Something many people don’t know about Medicare is that it’s customizable. Medicare comes with parts and plans that you can piece together to create the most cost-effective coverage for your needs. With all the variations of Medicare coverage out there today, there are also numerous opinions on which coverage options are the best.
Medicare Part A and Part B make up Original Medicare. This is the most basic option available as it doesn’t require any added-on plans unless you buy a Part D plan for prescription drug coverage. Medicare Part A covers your inpatient hospital stays, while Medicare Part B covers your medical services. Part A has a $0 premium for most people and a $1,408 deductible per benefit period in 2020. Part B costs most people $144.60 per month and has a $198 deductible in 2020.
In addition to premiums and deductibles, Part A and Part B also have copays and coinsurance expenses. For example, after the Part B deductible has been met, Part B covers 80% of your outpatient medical costs, and you cover 20%. Your portion of the bill is called the Part B coinsurance.
Original Medicare covers medically necessary services and procedures. Dental, vision, and hearing aren’t considered to be medically necessary. Therefore, Part A and Part B don’t cover routine dental, vision, or hearing services.
Due to the cost-sharing elements and the coverage limitations that Original Medicare has, more times than not, people will add on a Medicare plan to lower out-of-pocket spending and increase benefits. Very rarely does someone choose Original Medicare without supplemental coverage.
The Medicare Supplement option
A Medicare Supplement is a type of plan you can add on to your Original Medicare coverage. With a Medicare Supplement plan, you can lower your out-of-pocket expenses substantially. You may have heard these plans referred to as Medigap plans.
One of the most popular Medigap plans in 2020 is Medigap Plan G. Plan G covers every cost-sharing expense Part A and Part B leave behind except the Part B deductible. Therefore, with Plan G on your side, you wouldn’t spend more than $198 on covered Medicare services in 2020.
Like Part B, Medigap plans have monthly premiums. Premiums are based on factors such as age, gender, zip code, carrier, plan, and tobacco usage. While premiums can vary greatly from person to person, the average starting premium is usually between $100 and $200.
Here’s an example to demonstrate the cost differences between Original Medicare and Medigap. Let’s say Sue had Original Medicare only. If Sue had to have surgery in 2020 that cost $50,000, her portion would be $198 for her Part B deductible, $1,408 for her Part A deductible and 20% of the surgical costs, which could be several thousand dollars. However, if Sue had Medigap Plan G at $150 per month, her 2020 expenses would be $1,800 in premiums and $198 for her Part B deductible. In this scenario, Plan G could save Sue thousands in her first year.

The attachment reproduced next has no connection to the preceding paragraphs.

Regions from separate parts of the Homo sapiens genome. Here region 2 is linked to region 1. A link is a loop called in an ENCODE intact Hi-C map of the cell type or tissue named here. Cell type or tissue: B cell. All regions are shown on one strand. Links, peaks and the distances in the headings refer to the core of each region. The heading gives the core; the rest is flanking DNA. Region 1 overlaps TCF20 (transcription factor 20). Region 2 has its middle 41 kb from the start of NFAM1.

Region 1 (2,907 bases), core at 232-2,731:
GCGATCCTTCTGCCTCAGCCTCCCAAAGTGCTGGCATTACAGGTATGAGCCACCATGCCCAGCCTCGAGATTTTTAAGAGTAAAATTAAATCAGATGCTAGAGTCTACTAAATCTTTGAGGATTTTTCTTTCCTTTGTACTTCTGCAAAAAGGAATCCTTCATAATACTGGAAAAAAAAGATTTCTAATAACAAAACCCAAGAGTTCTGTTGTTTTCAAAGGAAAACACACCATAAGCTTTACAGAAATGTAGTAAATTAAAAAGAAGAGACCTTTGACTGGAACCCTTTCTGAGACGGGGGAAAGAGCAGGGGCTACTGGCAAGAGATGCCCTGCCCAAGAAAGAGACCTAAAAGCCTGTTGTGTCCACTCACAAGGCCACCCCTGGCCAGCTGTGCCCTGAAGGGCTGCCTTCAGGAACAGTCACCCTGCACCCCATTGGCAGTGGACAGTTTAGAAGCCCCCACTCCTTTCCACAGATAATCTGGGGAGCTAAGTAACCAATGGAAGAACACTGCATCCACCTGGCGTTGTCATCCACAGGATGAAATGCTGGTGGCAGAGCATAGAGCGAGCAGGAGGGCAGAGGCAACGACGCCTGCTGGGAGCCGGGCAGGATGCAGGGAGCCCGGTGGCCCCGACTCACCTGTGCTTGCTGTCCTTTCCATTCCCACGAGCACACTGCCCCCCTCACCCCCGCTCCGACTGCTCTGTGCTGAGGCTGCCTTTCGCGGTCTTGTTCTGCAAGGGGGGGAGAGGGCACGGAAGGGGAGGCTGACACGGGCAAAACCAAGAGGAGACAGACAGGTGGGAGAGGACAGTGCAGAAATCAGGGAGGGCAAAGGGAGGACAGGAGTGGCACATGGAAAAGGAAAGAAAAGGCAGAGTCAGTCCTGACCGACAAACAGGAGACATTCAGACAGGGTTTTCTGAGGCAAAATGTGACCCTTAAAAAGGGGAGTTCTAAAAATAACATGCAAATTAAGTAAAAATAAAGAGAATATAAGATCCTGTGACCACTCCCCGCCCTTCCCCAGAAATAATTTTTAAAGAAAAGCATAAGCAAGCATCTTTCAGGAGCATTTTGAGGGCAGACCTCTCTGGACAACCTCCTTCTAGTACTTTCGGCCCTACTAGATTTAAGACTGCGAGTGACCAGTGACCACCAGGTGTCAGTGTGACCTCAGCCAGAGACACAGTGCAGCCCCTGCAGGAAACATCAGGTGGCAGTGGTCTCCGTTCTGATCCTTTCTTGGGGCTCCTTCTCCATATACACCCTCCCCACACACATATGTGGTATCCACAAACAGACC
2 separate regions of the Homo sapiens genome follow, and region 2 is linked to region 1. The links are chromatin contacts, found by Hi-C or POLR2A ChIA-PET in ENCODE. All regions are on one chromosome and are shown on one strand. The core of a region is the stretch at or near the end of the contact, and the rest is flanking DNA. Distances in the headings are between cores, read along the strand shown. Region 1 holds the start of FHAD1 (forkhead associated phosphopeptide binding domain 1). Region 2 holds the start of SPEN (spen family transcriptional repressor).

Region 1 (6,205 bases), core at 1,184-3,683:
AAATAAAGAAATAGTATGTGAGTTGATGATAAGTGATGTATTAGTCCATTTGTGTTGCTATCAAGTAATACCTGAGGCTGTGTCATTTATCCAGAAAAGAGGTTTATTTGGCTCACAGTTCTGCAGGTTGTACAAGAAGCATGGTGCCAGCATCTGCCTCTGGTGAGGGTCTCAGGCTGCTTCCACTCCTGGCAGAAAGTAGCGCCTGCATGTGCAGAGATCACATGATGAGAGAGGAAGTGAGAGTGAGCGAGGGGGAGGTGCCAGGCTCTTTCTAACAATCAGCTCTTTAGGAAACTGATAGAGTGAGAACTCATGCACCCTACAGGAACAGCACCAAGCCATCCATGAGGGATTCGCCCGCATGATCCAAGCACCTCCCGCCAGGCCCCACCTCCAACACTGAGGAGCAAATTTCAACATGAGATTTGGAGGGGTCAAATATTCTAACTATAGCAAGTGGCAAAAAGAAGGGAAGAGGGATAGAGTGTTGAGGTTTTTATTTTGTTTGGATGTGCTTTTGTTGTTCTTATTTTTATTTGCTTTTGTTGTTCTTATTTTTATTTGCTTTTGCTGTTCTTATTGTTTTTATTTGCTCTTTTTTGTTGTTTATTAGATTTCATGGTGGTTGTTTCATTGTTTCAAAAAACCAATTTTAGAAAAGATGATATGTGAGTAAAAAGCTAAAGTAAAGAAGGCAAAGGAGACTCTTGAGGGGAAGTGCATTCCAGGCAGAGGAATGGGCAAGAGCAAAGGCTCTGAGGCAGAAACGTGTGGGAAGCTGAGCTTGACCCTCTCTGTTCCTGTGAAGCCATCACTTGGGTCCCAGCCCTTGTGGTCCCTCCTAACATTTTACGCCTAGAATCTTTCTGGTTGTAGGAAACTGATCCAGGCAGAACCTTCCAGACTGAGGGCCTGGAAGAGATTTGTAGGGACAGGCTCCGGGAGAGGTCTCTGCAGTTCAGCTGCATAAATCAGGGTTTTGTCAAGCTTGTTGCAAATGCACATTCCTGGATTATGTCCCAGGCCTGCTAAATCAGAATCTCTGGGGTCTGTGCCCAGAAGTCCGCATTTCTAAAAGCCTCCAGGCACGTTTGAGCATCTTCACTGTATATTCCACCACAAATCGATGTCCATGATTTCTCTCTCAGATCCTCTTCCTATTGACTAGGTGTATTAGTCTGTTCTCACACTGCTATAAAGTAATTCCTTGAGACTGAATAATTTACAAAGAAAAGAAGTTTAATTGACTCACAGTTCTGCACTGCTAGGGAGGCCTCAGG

As you can see, Medigap plans can immensely lower your out-of-pocket spending. However, a few downfalls beneficiaries see with Medigap plans are the higher premiums and the fact that they only cover what Medicare covers.
The Medicare Advantage option
Medicare Advantage plans are also called replacement plans as they replace Part A and Part B. Although you still must have Part A and Part B to enroll in a Medicare Advantage plan, the Medicare Advantage plan will be in charge of your coverage. For a usually low premium, Medicare Advantage plans can give you additional benefits such as prescription drug, dental, vision, and hearing. Because of this, most beneficiaries save money overall.
Although Medicare Advantage plans have lower premiums, sometimes as low as $0, they can end up costing you more in the long run due to the copays and coinsurance expenses you pay for covered services. Also, Medicare Advantage plans often have networks you must use when accessing your benefits; Medigap plans do not.
It’s hard to present a cost demonstration for Medicare Advantage plans as they all have their own cost-sharing structures. However, in 2020, the maximum out-of-pocket for a Medicare Advantage plan is $6,700. Therefore, if you expect you will spend that in one year, a Medigap plan will likely be more cost-effective.
There is usually a clear-cut option for most people. However, some people think they’d be happy with either option, which can be true. What it comes down to is your budget, your health status, and the type of access you want for your benefits. In the end, what matters is that you choose the option that is the most cost-effective for your lifestyle, not your neighbor’s.
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